He was called “Uncle Walter” and ” The most trusted man in America”. He was credited or blamed (depending on your political persuasion) for ending the Vietnam war when he declared the war “unwinnable”. To Many at the time he was the wise kindly father figure who shepherded the United States through the turbulence of the 1960’s and 70’s with his gravitas and his catchphrase “And that’s the way it is”. In present times, he seems more of an anachronism given the modern age of the twenty-four hour news-cycle, infotainment, celebrity presidents, and the blurred line between opinion and fact that has plagued both sides of the political spectrum. Today we visit the Walter Cronkite memorial ,and honor the man, his legacy, and the fleeting art of journalistic integrity.
Located in Saint Joseph, Missouri and the campus of Missouri Western College, the Walter Cronkite memorial honors their native son and the impact he had on the field of television journalism. Walter Leland Cronkite Jr. was born on November 4, 1916 in Saint Joseph, Missouri. He spent the first ten years of his life in Kansas City before his family moved to Houston. Cronkite pursued a journalism degree at the University of Texas before dropping out his junior year to enter broadcasting. He worked at radio station KCMO in Kansas City and a few other places before landing a job at CBS radio under the guidance of the legendary Edward R Murrow. As a war correspondent, Cronkite learned to help by a bomber and actually worked the machine gun a few times there were injuries. He covered the Battle of the Bulge as well as The Nuremberg war trails after WW2 ended.
Earning a reputation for courage under fire Cronkite also covered the Korean War and covered both the Republican and Democratic Conventions in 1952, the first time they were ever televised. In 1962 Cronkite began his 19 year stint at the helm of the “CBS Evening News”. He was the first person ever to hold a nightly televised news broadcast. From 1962 to 1980 Cronkite was there for every major news event. He was the first reporter to broadcast the Kennedy assassination. (He happened to be standing next to the teletype machine talking to someone when the story appeared on the news-wire). He is remembered for the moment his voice broke when he announced JFK’s death. It was one of the few moments he ever broke on camera. His News program was the top rated program in the country for almost two decades.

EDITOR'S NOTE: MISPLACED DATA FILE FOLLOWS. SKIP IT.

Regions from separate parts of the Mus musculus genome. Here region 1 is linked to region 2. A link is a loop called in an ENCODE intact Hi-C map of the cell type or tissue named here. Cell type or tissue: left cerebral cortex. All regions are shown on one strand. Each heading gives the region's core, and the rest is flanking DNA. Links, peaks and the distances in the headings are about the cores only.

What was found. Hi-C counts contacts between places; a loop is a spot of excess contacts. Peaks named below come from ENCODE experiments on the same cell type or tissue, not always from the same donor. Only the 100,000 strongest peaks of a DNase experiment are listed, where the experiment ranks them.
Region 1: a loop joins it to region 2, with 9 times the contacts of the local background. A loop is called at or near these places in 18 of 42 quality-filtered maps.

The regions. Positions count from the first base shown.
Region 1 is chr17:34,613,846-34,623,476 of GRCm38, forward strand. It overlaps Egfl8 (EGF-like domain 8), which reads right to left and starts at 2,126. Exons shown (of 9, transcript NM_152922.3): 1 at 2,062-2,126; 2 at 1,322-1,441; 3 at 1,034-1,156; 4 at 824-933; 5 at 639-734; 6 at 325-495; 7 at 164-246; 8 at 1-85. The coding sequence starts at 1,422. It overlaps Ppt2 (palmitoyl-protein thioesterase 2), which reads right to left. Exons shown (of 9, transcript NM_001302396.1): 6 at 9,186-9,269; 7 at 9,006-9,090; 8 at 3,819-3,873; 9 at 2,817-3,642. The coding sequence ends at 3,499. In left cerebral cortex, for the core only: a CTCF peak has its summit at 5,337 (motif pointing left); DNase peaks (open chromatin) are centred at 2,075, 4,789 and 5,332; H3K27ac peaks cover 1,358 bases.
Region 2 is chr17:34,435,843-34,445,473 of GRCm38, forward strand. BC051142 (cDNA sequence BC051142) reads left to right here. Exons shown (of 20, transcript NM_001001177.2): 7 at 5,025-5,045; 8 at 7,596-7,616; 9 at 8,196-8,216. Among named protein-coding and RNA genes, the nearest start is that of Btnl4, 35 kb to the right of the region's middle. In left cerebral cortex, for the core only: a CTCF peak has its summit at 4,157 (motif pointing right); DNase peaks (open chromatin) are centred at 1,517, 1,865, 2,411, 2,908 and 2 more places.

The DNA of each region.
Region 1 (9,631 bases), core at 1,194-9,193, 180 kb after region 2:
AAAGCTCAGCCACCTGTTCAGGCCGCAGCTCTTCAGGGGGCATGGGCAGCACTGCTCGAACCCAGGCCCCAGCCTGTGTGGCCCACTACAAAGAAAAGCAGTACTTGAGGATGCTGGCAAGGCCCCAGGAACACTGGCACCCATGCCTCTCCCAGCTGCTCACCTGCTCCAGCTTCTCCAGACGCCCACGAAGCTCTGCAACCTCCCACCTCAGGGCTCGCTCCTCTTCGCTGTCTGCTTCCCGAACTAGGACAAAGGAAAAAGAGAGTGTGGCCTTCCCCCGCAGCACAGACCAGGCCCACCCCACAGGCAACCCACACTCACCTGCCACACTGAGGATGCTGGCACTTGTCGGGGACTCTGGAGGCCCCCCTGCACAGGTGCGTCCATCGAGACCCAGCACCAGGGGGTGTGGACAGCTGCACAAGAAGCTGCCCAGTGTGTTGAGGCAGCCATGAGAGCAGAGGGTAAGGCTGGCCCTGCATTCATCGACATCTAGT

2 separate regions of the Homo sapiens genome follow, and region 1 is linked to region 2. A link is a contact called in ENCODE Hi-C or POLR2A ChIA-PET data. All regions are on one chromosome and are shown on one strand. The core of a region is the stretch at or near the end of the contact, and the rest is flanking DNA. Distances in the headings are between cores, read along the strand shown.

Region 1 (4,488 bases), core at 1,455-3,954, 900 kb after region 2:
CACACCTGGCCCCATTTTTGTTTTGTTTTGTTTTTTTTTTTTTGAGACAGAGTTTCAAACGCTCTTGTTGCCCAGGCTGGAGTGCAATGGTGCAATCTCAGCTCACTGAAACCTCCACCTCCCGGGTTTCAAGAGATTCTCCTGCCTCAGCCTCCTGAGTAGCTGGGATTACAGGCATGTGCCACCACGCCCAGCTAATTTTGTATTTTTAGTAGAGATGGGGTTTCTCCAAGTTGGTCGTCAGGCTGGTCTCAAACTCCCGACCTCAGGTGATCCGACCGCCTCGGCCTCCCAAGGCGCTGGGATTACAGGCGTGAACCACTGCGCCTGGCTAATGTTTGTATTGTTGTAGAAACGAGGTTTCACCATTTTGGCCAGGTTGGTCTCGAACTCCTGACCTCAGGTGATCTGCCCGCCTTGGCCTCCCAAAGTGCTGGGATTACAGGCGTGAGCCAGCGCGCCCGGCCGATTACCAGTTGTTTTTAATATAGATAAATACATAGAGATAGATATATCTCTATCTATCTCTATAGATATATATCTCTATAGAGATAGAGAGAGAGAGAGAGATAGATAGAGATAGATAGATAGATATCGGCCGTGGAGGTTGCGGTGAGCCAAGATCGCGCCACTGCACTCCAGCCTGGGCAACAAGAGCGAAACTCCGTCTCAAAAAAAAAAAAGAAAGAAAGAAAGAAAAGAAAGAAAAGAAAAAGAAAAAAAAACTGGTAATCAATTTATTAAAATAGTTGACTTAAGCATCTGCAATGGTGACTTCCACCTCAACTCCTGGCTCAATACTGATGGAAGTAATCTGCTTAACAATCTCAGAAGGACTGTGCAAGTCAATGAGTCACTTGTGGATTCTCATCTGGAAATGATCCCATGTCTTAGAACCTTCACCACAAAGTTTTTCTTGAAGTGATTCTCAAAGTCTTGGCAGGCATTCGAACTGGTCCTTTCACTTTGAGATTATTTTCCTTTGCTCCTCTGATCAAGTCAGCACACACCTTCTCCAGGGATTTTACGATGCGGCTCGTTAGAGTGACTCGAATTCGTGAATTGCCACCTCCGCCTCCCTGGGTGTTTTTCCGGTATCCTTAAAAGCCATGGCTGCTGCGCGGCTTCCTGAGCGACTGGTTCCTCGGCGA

During the late Sixties, Cronkite visited Vietnam and reported live during the Tet Offensive. After speaking with several generals who confided in him that they saw no way of winning the war, and with their permission to do so, Cronkite reported that the war appeared unwinnable. Cronkite’s assessment lead President Johnson to comment ” If I lost Cronkite, I’ve lost Middle America” Cronkite also was the first source of information for many during the RFK and MLK assassinations of 1968. An ardent and vocal champion of NASA (National Aeronautics and Space Administration) he would be the only non-employee ever to be honored with the “Ambassador of exploration” award.
Lots of Pictures from his years of broadcasting including autographed Pictures of every president from Kennedy to Obama. And clips from some of the highlights of his many years of broadcasting.
Walter Cronkite ended his stint on “The CBS Evening News” in 1980. He would produce several very popular news specials for an additional 20 years. He retired completely in 2000. And spent the remaining nine years of his life pursuing some of his favorite non work related hobbies including sailing, drumming and spending time with his children and grandchildren. He will be remembered for his calm demeanor during two of the most difficult decades of US history, his unbiased and non-partisan approach to reporting, and for being a first rate journalist. The Walter Cronkite memorial is on the campus of the Missouri Western State College in St. Joseph, Missouri. Admission is free.